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US dollar index, geopolitical tension and gold price

Gold is often seen as a hedge against currency depreciation, particularly against the US dollar. When the dollar strengthens, gold prices typically decrease, and vice versa. However, on Tuesday, despite the US dollar’s consolidation (which implies it maintained its value without significant movement), gold prices rebounded. This suggests that other factors beyond the strength or weakness of the dollar are influencing the gold market.
The reference to the "higher-for-longer” US rate mantra suggests that investors anticipate interest rates in the US to remain elevated for an extended period. This expectation exerts selling pressure on gold. Gold, being a non-interest-bearing asset, becomes less attractive compared to interest-bearing assets when interest rates are rising. Investors may prefer assets that offer potential returns through interest or dividends rather than holding gold, which does not generate income.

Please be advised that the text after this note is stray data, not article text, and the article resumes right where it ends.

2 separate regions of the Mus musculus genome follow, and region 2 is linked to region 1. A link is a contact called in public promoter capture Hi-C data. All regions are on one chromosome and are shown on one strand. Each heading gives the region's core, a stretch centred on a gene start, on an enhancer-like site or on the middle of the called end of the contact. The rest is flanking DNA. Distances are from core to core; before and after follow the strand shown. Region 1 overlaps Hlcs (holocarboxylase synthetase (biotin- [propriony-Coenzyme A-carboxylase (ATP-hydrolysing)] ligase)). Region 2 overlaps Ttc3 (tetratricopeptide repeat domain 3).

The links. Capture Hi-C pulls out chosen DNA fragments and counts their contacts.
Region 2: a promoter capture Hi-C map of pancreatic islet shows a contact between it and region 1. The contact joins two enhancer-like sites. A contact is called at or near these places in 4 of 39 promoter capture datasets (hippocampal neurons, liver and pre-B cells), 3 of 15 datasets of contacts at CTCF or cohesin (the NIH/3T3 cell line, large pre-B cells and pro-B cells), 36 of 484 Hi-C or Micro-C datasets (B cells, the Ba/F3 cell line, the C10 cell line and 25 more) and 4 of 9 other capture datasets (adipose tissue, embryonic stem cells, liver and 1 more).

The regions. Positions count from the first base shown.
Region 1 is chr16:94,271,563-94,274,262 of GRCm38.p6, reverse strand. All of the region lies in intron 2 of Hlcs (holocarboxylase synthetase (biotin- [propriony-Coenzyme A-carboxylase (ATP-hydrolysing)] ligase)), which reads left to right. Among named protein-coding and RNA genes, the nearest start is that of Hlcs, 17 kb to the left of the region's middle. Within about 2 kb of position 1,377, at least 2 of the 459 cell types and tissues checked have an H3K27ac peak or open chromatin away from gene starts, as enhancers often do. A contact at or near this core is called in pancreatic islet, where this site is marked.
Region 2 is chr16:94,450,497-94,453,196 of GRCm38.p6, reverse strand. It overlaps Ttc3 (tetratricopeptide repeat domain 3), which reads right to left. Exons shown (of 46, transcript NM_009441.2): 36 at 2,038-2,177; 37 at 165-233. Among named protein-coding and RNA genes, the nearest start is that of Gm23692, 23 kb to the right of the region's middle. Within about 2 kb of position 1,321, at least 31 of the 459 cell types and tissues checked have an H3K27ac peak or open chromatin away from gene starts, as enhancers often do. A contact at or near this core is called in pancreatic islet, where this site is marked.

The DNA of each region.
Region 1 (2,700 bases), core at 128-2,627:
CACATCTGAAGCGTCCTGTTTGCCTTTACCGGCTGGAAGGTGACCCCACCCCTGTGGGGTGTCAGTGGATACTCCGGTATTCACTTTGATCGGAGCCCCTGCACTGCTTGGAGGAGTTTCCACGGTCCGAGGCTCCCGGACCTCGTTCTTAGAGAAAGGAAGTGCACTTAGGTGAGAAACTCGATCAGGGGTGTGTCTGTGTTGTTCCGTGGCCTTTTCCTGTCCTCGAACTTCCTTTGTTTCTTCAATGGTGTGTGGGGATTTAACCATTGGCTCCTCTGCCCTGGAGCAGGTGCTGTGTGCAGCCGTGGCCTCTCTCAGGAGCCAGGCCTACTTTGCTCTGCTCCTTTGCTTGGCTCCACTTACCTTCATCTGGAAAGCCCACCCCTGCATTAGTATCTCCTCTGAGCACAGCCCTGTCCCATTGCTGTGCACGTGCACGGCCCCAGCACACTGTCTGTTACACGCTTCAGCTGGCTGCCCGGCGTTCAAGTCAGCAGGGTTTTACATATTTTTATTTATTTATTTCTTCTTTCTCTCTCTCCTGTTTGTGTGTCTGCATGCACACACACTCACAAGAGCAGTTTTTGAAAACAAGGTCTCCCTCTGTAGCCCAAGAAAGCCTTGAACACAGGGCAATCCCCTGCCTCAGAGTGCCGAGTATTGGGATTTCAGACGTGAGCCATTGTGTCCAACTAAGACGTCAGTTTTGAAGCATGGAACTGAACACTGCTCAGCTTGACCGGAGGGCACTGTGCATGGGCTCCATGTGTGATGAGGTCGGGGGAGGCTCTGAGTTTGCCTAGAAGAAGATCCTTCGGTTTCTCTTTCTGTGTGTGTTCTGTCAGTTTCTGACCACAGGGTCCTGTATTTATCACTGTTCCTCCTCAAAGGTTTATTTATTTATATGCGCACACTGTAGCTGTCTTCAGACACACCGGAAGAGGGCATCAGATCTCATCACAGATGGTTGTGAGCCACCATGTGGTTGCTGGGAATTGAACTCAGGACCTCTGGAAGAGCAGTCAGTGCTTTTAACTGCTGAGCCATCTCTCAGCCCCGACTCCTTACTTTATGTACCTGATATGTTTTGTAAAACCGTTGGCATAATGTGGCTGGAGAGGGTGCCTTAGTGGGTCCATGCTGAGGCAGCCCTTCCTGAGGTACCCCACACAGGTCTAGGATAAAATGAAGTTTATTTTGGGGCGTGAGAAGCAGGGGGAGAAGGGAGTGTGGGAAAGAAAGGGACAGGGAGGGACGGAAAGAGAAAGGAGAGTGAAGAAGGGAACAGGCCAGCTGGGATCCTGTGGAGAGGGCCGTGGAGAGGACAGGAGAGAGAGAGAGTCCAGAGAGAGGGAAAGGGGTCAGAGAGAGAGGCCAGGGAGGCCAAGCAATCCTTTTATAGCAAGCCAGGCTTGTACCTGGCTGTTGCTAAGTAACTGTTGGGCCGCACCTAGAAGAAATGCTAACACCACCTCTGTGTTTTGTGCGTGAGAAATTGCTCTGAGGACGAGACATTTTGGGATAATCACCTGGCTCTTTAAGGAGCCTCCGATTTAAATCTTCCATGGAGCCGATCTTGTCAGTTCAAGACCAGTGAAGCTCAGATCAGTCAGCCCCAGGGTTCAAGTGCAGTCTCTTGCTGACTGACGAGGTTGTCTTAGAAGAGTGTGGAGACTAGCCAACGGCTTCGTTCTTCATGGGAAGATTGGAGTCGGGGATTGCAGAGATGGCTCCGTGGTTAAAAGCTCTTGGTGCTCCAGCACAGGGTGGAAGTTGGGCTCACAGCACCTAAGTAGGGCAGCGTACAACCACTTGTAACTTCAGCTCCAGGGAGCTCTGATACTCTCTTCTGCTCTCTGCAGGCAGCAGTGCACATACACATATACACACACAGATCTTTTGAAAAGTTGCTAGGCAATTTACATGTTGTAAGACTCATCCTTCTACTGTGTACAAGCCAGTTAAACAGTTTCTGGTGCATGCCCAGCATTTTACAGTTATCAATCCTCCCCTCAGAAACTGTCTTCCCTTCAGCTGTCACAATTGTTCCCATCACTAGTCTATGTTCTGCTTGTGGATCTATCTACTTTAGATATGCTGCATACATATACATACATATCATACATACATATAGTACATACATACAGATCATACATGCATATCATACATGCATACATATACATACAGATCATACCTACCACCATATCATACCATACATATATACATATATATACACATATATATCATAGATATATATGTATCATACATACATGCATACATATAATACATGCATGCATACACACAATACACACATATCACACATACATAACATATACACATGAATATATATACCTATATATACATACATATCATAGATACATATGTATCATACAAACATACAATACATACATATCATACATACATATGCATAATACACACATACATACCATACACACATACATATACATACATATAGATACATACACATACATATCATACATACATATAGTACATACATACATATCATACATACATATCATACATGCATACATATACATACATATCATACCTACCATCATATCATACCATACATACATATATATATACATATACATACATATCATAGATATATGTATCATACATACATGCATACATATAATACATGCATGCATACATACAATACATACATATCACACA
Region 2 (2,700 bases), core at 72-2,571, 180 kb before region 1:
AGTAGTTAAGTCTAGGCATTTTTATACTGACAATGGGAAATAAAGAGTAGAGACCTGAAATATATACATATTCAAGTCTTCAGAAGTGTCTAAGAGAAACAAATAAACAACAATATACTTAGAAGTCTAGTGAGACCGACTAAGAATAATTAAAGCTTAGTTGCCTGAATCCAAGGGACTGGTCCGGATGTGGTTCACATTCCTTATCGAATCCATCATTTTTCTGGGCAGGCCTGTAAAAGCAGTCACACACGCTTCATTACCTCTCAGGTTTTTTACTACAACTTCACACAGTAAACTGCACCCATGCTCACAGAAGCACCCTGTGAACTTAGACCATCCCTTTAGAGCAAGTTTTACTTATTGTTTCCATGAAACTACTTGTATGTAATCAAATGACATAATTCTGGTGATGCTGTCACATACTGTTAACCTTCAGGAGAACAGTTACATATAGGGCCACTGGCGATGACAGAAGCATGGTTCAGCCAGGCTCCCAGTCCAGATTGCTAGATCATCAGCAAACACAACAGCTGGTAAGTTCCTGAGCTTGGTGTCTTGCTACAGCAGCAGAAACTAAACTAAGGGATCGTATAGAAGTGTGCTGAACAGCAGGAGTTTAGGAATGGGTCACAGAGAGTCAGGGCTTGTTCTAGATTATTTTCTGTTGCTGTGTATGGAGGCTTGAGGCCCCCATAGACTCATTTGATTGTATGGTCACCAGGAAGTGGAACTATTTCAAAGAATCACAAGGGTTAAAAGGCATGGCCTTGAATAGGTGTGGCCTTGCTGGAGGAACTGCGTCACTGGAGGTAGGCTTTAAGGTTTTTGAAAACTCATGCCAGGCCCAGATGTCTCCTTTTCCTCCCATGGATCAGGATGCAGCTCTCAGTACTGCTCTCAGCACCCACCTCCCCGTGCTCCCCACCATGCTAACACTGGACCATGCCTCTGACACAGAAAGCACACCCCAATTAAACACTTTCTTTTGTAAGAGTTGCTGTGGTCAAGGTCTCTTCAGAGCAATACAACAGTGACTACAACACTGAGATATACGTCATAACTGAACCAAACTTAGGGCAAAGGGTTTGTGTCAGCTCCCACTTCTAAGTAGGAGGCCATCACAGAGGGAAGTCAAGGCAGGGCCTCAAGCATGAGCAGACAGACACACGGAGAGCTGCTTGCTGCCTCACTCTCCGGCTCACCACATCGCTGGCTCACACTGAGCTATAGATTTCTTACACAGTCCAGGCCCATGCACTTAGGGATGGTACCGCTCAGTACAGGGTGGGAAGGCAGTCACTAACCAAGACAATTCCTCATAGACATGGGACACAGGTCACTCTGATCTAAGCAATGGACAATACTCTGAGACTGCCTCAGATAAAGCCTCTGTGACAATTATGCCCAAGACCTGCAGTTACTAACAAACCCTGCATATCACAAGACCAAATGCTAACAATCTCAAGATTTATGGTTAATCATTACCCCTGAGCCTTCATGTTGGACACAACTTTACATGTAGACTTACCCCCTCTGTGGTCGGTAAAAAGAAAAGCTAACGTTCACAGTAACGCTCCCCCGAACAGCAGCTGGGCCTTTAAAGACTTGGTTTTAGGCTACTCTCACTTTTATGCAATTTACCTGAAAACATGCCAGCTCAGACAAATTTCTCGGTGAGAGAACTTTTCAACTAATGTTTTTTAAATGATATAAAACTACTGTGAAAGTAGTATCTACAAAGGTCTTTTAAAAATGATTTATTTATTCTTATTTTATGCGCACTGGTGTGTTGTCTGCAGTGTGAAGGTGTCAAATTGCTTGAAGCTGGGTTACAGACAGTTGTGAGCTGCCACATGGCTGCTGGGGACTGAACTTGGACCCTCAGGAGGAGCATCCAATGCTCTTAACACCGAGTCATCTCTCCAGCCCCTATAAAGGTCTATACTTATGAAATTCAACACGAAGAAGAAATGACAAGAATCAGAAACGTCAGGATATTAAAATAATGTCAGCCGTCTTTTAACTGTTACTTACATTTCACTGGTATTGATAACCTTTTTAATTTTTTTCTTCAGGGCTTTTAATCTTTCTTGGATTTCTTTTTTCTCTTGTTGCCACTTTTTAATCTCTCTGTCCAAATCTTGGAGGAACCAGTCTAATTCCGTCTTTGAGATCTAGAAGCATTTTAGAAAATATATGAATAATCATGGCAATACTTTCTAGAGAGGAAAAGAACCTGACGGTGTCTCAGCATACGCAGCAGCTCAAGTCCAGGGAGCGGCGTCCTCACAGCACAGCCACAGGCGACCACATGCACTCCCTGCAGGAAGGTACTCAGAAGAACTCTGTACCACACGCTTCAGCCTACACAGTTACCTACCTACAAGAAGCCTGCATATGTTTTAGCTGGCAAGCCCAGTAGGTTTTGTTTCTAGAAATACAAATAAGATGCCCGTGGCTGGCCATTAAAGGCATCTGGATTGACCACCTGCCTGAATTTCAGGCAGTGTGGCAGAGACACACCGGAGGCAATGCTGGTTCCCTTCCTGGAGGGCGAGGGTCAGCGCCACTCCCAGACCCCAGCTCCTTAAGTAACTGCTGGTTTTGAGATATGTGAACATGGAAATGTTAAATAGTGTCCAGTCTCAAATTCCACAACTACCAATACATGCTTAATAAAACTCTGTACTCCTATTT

On the other hand, Geopolitical tensions, especially in regions like the Middle East, often lead to increased demand for safe-haven assets like gold. Escalating tensions can create uncertainty and instability in financial markets, prompting investors to seek refuge in assets perceived as safer stores of value. Gold is historically considered a safe-haven asset due to its intrinsic value, limited supply, and lack of dependence on any specific government or economy.

Dr. Kamaran Qader Yaqub
Financial consultant at Investment Spot Company 

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